Blood and Bone

Winner of the Viva La Novella Prize 2014

Blood and Bone is the tale of a man haunted by the violent truths of his ancestry. Through his attempt to document the remarkable child-hood of his great-aunt Abigail, we are thrown into life at the Whangie, an austere outpost at the colonial frontier. With the death of her mother, eleven-year-old Abigail must learn to fend for herself against the cruel stewardship of her father. At war with the local Aboriginals and intent on staking his claim on the land at any cost, what occurs between the two is a stunning powerplay that exposes the limits of the human imagination. Inhabiting the speculative peripheries of the historical record, Blood and Bone is an uncompromising exploration of Australia’s dark history and its legacy today.

Media Reviews

Blood and Bone fulfils two objectives: shedding light on a dark past, and exploring intellectual and aesthetic problems that the writing of such a story might create. … [T]he tale is made seamless by a tight structure and a hypnotic style that seems to owe something to the work of Gerald Murnane.

— Kerryn Goldsworthy, The Sydney Morning Herald and The Age

This story, dealing with failures of connection and the denial of shared humanity, is related through a framing narration that draws deliberate attention to the ways in which the author’s imaginative ownership of the narrative may be contested. … The narration describes the process of historical research alongside the story that it generates, and in doing so, he repeatedly reminds the reader of the distance between himself and his subjects. While his research into the period affords some capacity to recreate imaginatively the facts of their experience, [the] narrator acknowledges that his attempts to capture the internal thoughts, emotions, and motivations of nineteenth-century characters like Scrymgeour and his daughter are dubious, and that he is unavoidably perceiving them through the lens of contemporary values, knowledge, and language. … [T]his is true of all historical fiction to some degree, but the uncomfortably self-aware narration denies the reader the expected verisimilitude, constantly reminding us that what we are reading is an achingly incomplete reconstruction of the past.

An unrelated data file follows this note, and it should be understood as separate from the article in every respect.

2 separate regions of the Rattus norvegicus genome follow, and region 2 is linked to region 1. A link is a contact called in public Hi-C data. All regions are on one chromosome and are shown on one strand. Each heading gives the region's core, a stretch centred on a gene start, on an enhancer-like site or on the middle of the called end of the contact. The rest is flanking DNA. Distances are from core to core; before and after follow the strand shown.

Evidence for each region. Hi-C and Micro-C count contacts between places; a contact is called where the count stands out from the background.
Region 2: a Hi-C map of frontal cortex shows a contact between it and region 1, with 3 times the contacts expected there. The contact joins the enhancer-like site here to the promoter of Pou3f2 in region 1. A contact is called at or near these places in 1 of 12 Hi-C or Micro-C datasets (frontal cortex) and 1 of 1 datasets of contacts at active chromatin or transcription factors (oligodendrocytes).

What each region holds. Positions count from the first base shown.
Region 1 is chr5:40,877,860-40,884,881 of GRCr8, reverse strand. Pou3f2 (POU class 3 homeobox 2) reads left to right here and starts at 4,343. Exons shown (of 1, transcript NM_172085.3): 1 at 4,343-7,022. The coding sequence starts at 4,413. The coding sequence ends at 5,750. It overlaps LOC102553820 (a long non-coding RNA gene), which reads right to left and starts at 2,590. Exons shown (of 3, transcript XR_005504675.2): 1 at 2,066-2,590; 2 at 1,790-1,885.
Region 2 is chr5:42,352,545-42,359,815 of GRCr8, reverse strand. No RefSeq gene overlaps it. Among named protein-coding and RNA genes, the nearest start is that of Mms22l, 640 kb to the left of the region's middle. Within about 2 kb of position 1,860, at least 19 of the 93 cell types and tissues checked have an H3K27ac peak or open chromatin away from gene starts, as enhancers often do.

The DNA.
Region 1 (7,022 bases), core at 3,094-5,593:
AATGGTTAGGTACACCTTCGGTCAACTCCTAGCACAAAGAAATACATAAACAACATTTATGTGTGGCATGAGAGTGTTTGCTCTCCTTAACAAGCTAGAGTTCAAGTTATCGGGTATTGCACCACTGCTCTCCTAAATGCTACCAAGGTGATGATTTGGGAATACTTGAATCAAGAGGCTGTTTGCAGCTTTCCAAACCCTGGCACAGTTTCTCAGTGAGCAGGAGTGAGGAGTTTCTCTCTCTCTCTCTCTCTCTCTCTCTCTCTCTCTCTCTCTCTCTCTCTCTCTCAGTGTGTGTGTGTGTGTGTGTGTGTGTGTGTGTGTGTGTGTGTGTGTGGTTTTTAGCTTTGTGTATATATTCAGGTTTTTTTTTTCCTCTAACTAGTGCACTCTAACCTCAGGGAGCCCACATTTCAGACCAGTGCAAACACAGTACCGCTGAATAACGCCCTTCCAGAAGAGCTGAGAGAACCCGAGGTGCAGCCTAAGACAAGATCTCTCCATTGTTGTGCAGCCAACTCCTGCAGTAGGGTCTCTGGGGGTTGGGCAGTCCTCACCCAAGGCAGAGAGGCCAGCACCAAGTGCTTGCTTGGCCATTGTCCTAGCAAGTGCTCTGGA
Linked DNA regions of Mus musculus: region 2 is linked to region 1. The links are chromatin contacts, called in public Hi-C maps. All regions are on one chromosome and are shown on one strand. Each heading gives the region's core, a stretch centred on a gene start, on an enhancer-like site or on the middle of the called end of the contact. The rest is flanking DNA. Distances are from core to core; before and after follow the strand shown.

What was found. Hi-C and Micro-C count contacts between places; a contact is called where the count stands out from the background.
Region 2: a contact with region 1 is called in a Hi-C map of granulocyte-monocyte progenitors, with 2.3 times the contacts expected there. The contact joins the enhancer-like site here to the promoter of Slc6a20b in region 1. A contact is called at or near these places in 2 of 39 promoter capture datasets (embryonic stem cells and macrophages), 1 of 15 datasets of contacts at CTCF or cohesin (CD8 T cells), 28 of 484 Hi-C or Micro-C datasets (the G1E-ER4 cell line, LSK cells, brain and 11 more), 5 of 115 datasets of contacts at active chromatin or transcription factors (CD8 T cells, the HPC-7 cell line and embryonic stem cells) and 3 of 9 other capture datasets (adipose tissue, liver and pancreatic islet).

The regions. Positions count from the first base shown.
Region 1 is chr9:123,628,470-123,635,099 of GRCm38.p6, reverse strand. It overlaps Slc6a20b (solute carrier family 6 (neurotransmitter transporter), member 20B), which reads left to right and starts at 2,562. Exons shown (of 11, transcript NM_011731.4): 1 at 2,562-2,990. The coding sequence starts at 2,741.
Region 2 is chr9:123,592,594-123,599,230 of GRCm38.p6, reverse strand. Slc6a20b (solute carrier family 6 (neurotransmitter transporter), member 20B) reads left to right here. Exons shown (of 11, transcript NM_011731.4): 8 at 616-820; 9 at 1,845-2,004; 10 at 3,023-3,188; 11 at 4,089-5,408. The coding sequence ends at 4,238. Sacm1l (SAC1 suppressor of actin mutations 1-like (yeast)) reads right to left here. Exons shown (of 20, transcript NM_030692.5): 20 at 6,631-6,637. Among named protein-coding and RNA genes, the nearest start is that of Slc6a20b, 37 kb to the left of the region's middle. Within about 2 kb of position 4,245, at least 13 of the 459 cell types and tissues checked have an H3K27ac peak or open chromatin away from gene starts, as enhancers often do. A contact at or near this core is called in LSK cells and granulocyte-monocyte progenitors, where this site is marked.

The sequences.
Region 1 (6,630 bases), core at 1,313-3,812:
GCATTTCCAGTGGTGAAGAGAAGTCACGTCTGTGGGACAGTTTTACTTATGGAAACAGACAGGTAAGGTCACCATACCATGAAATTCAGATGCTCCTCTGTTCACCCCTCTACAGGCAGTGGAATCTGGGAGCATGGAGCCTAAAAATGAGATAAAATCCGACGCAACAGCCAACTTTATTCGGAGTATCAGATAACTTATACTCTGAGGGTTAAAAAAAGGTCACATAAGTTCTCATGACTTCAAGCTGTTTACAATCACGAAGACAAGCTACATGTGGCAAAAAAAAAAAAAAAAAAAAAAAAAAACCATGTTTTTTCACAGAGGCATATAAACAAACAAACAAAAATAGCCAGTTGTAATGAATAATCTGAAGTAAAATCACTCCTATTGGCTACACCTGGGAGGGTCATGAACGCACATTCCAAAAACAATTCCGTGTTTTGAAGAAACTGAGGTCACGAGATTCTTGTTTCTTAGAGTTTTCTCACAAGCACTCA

— Julian Novitz, Sydney Review of Books

Reader Reviews

What sort of a book is it? Is it a Gerald Murnane-Cormac McCarthy lovechild? It’s a little bit that, although it seems impolite to pigeonhole a writer in such a way; really, every author exists in his or her own beautiful orbit.

— Emily Stewart

This book sits at the very peak of Australian literature… Australians need to celebrate such talent [and] laud these brave and interesting literary voices… This may well be the finest contemporary novel by an Australian author about Australia.

— Toby, Goodreads

A powerful and brutal little book.

— Leah, Goodreads

Highly impactful, even shocking… an important novel.

— Ilyhana, Goodreads

This book was recommended to me and it didn’t disappoint. It is written in an unusual style with the author/narrator becoming front and centre at times, explaining how the story develops, and how he has attempted to fill in the gaps which exist in historical records. … The story is brutal and bloody and not for the faint-hearted but it provides an insight into a man, his daughter, and their struggles to survive in a very inhospitable place.

— Lachlan, Goodreads